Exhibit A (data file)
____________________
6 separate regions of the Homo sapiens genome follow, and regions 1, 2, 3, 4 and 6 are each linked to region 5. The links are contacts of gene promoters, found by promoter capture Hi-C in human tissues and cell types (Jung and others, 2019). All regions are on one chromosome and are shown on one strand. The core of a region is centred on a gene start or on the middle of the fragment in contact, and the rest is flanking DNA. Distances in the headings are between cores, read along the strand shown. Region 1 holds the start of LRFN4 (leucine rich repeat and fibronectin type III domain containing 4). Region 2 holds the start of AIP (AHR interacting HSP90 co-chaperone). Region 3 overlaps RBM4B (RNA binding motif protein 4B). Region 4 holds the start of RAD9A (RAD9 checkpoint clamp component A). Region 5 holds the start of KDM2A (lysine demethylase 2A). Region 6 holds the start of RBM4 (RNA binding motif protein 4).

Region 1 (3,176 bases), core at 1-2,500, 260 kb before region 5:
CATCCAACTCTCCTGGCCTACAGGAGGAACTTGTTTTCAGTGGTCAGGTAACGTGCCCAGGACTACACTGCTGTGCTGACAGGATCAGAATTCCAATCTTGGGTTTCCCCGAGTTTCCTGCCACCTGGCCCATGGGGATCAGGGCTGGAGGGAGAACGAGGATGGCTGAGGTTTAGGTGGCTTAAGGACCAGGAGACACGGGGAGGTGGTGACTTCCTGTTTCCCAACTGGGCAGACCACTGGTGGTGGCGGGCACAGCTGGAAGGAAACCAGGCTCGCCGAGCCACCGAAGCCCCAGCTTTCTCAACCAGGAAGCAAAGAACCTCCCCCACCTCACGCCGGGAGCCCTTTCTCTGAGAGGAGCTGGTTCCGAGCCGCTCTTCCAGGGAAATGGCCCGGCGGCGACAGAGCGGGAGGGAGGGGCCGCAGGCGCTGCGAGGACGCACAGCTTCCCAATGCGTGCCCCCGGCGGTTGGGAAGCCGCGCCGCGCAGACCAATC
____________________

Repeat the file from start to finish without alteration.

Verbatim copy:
6 separate regions of the Homo sapiens genome follow, and regions 1, 2, 3, 4 and 6 are each linked to region 5. The links are contacts of gene promoters, found by promoter capture Hi-C in human tissues and cell types (Jung and others, 2019). All regions are on one chromosome and are shown on one strand. The core of a region is centred on a gene start or on the middle of the fragment in contact, and the rest is flanking DNA. Distances in the headings are between cores, read along the strand shown. Region 1 holds the start of LRFN4 (leucine rich repeat and fibronectin type III domain containing 4). Region 2 holds the start of AIP (AHR interacting HSP90 co-chaperone). Region 3 overlaps RBM4B (RNA binding motif protein 4B). Region 4 holds the start of RAD9A (RAD9 checkpoint clamp component A). Region 5 holds the start of KDM2A (lysine demethylase 2A). Region 6 holds the start of RBM4 (RNA binding motif protein 4).

Region 1 (3,176 bases), core at 1-2,500, 260 kb before region 5:
CATCCAACTCTCCTGGCCTACAGGAGGAACTTGTTTTCAGTGGTCAGGTAACGTGCCCAGGACTACACTGCTGTGCTGACAGGATCAGAATTCCAATCTTGGGTTTCCCCGAGTTTCCTGCCACCTGGCCCATGGGGATCAGGGCTGGAGGGAGAACGAGGATGGCTGAGGTTTAGGTGGCTTAAGGACCAGGAGACACGGGGAGGTGGTGACTTCCTGTTTCCCAACTGGGCAGACCACTGGTGGTGGCGGGCACAGCTGGAAGGAAACCAGGCTCGCCGAGCCACCGAAGCCCCAGCTTTCTCAACCAGGAAGCAAAGAACCTCCCCCACCTCACGCCGGGAGCCCTTTCTCTGAGAGGAGCTGGTTCCGAGCCGCTCTTCCAGGGAAATGGCCCGGCGGCGACAGAGCGGGAGGGAGGGGCCGCAGGCGCTGCGAGGACGCACAGCTTCCCAATGCGTGCCCCCGGCGGTTGGGAAGCCGCGCCGCGCAGACCAATC